Robinson said he stood by his homophobic comment and claimed to Raleigh NBC affiliate WRAL that right-wing speech was being “demonized.”
“We will not be intimidated. We will not back down. We will not change our language,” he said. “The language I used, I am not ashamed of it. I will use it in the future because, again, it is time for parents in this state to take a strong stand for their children.”
Robinson made his offensive remarks while speaking in June at the Asbury Baptist Church in the town of Seagrove.
“I’m saying this now, and I’ve been saying it, and I don’t care who likes it: Those issues have no place in a school. There’s no reason anybody anywhere in America should be telling any child about transgenderism, homosexuality — any of that filth,” he said in a sermon at the church.
Robinson added: “And yes, I called it filth. And if you don’t like it that I called it filth, come see me and I’ll explain it to you.”
After the video was released Wednesday, Democratic state Sen. Jeff Jackson called for Robinson to resign, saying such “open discrimination” is “completely unacceptable.”
“North Carolina is a welcoming state where we value public education and the diversity of our people. It’s abhorrent to hear anyone, and especially an elected official, use hateful rhetoric that hurts people and our state’s reputation,” said spokesperson Jordan Monaghan.
Robinson told WRAL on Friday that the governor’s opinion “made no difference whatsoever.”
“I am tired of folks on the right being demonized for our speech,” he said, claiming that “folks on the left burn, beat, rob, loot — take over entire cities — and get a pass.”
Robinson noted that he was not speaking at the church in his role as a public official. But he said that “homosexuality and transgenderism” are “against the tenets of my religion” and have no place in public schools.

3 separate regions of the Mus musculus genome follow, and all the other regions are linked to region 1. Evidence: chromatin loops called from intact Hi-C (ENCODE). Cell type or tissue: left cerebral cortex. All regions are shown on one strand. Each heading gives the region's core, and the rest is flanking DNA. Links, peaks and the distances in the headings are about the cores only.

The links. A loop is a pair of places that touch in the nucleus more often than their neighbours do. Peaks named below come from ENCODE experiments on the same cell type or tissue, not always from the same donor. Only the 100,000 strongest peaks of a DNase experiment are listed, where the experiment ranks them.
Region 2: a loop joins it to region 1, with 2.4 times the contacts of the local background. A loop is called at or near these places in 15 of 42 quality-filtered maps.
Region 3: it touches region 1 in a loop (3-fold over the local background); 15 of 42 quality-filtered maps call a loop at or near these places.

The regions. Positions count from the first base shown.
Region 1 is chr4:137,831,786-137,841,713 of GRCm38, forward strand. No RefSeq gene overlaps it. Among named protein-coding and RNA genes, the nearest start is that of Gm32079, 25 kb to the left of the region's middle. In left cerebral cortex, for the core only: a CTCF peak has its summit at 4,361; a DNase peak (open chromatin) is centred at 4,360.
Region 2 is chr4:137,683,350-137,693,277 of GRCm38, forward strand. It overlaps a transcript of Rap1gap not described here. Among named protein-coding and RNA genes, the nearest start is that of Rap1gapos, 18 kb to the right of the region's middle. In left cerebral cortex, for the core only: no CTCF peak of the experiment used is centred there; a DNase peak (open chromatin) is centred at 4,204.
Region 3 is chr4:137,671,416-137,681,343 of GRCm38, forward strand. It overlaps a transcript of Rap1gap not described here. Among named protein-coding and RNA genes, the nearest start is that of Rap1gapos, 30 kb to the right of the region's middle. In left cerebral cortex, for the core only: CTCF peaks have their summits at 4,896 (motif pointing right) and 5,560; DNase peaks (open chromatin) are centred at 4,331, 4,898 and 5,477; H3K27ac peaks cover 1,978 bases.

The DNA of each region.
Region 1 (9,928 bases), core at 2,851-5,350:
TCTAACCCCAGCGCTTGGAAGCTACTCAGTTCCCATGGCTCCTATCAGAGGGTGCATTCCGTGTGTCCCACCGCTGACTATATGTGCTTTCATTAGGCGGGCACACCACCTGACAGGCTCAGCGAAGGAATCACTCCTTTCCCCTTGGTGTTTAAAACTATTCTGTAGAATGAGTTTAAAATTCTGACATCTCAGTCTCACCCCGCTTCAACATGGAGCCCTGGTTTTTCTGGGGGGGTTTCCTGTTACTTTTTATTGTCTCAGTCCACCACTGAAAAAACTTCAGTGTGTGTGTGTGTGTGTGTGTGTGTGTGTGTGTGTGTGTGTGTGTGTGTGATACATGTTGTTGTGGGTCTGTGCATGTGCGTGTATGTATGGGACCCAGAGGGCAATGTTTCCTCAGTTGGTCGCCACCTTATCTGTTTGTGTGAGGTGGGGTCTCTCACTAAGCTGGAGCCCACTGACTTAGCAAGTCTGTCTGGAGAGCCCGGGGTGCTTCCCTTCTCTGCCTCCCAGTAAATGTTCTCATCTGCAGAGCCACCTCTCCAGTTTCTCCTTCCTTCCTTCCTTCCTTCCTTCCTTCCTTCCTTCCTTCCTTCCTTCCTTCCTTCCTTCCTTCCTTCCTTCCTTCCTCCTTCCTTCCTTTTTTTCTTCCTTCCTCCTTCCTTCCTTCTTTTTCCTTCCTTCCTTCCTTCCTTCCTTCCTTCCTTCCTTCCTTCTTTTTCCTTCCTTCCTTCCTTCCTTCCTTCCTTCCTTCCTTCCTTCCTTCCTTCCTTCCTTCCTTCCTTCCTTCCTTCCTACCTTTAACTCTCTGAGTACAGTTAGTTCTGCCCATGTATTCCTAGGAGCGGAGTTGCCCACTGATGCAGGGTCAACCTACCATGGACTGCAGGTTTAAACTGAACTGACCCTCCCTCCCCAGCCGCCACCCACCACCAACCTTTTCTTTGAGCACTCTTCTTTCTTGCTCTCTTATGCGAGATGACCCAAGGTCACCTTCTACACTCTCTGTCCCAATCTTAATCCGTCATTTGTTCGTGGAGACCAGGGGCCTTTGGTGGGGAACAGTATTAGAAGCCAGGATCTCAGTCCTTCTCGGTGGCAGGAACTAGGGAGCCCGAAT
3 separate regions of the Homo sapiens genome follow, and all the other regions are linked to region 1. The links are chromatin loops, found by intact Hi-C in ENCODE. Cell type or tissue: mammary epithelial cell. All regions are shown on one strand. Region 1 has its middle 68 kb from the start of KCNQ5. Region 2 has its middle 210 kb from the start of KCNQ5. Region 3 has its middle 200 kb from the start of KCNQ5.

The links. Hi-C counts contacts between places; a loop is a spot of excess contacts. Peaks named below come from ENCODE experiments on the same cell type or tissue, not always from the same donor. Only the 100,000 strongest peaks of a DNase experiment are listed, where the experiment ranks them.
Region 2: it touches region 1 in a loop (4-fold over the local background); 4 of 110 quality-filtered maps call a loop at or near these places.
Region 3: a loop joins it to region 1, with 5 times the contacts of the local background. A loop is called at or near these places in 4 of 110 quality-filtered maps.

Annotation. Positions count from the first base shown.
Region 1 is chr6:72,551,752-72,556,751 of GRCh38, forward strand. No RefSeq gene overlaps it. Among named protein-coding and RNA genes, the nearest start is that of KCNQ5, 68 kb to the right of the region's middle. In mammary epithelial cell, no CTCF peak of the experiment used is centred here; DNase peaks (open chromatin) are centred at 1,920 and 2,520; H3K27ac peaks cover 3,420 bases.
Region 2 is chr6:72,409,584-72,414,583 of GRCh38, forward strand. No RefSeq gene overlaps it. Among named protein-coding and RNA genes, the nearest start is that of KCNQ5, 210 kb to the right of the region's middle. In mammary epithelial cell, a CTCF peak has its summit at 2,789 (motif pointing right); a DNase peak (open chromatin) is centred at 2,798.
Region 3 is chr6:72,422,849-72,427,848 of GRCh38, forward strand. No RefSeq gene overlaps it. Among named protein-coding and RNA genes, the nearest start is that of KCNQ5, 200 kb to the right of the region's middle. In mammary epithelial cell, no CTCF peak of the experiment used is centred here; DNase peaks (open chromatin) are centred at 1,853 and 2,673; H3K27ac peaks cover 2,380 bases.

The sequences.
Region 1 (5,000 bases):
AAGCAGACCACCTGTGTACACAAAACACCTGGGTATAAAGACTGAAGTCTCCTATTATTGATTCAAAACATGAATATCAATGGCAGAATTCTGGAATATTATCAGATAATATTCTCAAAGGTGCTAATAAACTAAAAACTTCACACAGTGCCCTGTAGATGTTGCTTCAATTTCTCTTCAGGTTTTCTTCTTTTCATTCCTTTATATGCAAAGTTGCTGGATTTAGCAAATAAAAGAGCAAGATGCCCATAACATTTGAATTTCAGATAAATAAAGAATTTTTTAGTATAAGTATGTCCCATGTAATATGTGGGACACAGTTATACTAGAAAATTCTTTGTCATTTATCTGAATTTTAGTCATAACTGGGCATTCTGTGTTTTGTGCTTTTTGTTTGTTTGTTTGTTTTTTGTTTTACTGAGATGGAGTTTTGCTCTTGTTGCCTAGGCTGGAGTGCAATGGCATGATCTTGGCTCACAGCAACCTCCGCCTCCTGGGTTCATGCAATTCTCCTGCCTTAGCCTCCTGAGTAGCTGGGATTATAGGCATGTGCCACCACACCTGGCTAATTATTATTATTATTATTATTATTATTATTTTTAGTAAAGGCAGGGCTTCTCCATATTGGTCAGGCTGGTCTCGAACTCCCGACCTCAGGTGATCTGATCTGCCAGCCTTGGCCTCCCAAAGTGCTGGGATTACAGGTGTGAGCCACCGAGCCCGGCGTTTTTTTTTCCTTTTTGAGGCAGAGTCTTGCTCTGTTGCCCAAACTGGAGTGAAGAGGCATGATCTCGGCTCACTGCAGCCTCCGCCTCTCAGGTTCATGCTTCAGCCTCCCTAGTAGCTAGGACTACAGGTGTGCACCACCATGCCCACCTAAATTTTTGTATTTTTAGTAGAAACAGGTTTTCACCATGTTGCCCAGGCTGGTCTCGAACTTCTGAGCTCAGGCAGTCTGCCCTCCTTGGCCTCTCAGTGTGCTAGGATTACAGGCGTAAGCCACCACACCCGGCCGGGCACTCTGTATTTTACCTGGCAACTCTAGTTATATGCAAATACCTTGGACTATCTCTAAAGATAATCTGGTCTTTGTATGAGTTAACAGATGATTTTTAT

The video was posted on Twitter by Right Wing Watch, part of the progressive advocacy group People for the American Way.
Robinson’s comments were “literally dangerous” for members of the LGBTQ community, Allison Scott, director of impact and innovation for the Campaign for Southern Equality, told WRAL.
“Whether that is his meaning or not, it is his words that are actually painting the picture that we as a group should not exist. There are real impacts to words, and the real impacts are the damage and hurt in people’s lives,” Scott warned.
A spokesperson for Robinson initially attempted to soft-pedal his comments, saying they only “referred to education.”
“Topics surrounding transgenderism and homosexuality should be discussed at home and not in public education,” spokesperson John Wesley Waugh said in an email to WRAL. “We must focus on reading, writing, and mathematics in North Carolina.”
Waugh wrote that Robinson “affirms every individual’s constitutional right to identify or express themselves in anyway they desire.”